11 October 2012

TUTISSIMUS INDEX: eodem sensu eademque sententia

The Holy Father, in his letter Porta Fidei, has described the Second Vatican Council as a tutissimus index, a profoundly safe pointer for our age (index means your index finger which you point with when giving directions; vernacular translations have employed the term compass .... readers may wonder whether this is quite the same thing). As we prepare for the Year of Faith, I suspect that many of us will be meditating upon what lies at the heart of the significance of Vatican II. An understanding of this is essential; for example, by using the phrase hoc tempus in the heading of Gaudium et spes the Council itself makes clear that much of the detail of that document will inevitably be of less immediate relevance in a world, fifty years later, whose problems were undreamed of a couple of generations before. Illud conciliare tempus non est hoc nostrum tempus! Amidst so much that is bound to be transient, where can we find the safe and enduring dogmatic heart of the Council? Its tutissimus index?

Pope Benedict XVI gave us a pretty tutus index here in his celebrated 2005 Discorso ai Membri della Curia. He referred us to and quoted from the Discorso d'apertura del Concilio of Blessed John XXIII, delivered on the Feast of the Maternity of our Lady, October 11 1962. But ... what did Blessed John actually say? Here there is a most lamentable confusion which is still extant and which is even perpetuated and accentuated by - it appears - current Vatican employees. Let me explain ... even if this does take me into some intricacies.

I presume that the authentic text of the Holy Father's Address to his Curia, since I cannot find a Latin version, was delivered in Italian. In this version, he cites the words of Papa Roncalli about expressing the Faith in ways adapted to our own time, concluding, as Pope John did, with the phrase conservando ad esse tuttavia lo stesso senso e la stessa portata. In the original Latin of Pope John, this is eodem tamen sensu eademque sententia.  But the English version of Pope Benedict's quotation from Pope John concludes "The substance of the ancient doctrine of faith is one thing, and the way in which it is presented is another ..." In other words, the quotation is cut short in such a way (after "another ...") as to imply that Pope John did not say eodem sensu eademque sententia. Then, after  those quotation marks, the English quotation continues retaining the same meaning and message. This is indeed, in my view, a fairish, if not particularly good, rendering of eodem sensu eademque sententia. But the point is that the English translator implies .... and presumably thought ... that those words were not part of Pope John's original text but had been added by Pope Benedict.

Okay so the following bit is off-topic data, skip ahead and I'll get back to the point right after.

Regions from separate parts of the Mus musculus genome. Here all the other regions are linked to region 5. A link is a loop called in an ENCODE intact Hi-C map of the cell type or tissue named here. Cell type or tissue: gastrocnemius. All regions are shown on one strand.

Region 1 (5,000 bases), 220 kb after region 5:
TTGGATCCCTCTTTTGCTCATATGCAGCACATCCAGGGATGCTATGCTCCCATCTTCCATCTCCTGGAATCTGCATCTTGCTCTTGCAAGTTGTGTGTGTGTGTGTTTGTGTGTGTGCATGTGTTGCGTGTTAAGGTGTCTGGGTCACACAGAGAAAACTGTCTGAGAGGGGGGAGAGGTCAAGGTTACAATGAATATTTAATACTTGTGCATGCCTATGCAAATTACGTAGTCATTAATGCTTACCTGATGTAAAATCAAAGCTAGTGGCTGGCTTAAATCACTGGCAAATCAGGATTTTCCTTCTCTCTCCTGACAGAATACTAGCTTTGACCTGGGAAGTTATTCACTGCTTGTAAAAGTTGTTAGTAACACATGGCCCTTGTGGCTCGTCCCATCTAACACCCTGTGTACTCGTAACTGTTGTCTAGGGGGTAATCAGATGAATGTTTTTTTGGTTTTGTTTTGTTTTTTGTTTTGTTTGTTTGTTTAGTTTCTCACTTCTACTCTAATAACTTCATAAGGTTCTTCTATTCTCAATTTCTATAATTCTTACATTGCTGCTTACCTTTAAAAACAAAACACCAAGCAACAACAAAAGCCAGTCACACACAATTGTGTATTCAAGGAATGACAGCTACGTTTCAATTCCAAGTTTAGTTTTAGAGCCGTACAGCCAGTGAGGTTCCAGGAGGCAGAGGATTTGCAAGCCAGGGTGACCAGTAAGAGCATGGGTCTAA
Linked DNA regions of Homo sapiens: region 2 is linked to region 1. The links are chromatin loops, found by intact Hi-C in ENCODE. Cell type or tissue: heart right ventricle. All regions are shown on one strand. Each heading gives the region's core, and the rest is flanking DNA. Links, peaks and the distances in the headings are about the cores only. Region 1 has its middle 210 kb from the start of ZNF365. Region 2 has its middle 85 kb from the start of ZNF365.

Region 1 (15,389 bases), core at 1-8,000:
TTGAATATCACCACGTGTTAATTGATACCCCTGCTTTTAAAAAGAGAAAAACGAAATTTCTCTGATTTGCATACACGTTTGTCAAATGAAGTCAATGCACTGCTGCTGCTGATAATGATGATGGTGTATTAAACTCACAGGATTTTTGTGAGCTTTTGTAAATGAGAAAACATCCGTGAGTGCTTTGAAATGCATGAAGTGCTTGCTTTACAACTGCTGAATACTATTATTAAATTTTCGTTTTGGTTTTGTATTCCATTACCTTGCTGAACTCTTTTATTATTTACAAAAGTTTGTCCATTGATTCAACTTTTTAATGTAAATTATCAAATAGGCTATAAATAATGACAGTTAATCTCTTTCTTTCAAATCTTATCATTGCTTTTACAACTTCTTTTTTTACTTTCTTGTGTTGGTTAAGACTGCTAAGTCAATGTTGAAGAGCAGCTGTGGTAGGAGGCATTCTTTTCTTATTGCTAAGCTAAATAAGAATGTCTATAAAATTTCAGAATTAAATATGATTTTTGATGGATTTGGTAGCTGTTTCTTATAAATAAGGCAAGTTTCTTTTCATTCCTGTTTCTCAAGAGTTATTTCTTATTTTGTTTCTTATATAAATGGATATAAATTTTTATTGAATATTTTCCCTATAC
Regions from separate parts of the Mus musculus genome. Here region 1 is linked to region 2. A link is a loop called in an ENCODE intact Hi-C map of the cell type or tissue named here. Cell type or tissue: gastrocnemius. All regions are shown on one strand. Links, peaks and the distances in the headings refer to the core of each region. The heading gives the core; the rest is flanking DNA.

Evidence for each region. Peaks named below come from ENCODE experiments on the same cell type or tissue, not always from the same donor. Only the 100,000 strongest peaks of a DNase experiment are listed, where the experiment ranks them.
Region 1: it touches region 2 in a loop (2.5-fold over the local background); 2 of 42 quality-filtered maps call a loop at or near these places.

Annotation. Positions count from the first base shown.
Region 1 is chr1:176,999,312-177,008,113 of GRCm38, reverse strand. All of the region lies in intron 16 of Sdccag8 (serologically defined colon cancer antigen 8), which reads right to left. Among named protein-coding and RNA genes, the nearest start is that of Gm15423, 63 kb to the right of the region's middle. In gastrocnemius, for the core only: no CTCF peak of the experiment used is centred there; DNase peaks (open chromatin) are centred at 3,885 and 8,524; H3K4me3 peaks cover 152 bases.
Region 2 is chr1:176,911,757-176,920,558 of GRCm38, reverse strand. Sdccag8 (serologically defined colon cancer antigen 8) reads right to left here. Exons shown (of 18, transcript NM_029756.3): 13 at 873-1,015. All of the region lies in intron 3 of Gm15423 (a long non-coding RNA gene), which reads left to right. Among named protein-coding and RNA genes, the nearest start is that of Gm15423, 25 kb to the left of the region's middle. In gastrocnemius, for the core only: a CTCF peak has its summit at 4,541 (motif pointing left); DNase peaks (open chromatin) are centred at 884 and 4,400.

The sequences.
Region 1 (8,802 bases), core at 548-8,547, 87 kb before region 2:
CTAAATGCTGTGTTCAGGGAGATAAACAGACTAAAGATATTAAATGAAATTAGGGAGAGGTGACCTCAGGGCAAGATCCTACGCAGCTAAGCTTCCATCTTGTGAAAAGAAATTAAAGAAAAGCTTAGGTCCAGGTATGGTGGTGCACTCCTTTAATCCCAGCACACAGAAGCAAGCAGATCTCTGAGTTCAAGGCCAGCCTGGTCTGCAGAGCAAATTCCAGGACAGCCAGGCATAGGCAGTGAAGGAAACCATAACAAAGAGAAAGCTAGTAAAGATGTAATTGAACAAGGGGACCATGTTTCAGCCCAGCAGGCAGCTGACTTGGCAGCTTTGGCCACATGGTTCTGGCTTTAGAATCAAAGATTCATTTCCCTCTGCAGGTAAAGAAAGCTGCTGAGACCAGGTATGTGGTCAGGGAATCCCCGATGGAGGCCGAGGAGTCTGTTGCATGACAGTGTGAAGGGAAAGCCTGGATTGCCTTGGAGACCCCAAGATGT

It then becomes clear why the English translator has made this rather significant and profoundly deplorable mistake.  In brackets, he gives his source: "(The Documents of Vatican II, Walter M. Abbott, S.J., p 715)". Abbott's English translation of the Conciliar documents was what my generation put upon its bookshelves. But here, Abbott is not giving an accurate rendering of the Latin. In fact, Abbott omitted the words eodem sensu eademque sententia from his rendering of what the Pope had actually said. I think, I hope, that I should blame the English translator of Pope Benedict's words for simple error rather than for conspiracy. Here is what must have happened.

He had, on his bookshelf as I do on mine, Abbott's yellowing little paperback, and he looked at that rather than bothering himself with silly old Acta Apostolicae Sedis. But, in doing so, he has, as far as Anglophone readers are concerned, considerably muddied the waters for anybody who is trying to trace the lineaments and history of a phrase which is of very considerable Magisterial significance, and he has badly blunted the intended impact of the Holy Father's teaching with regard to the Second Vatican Council and the hermeneutic by which it should be understood.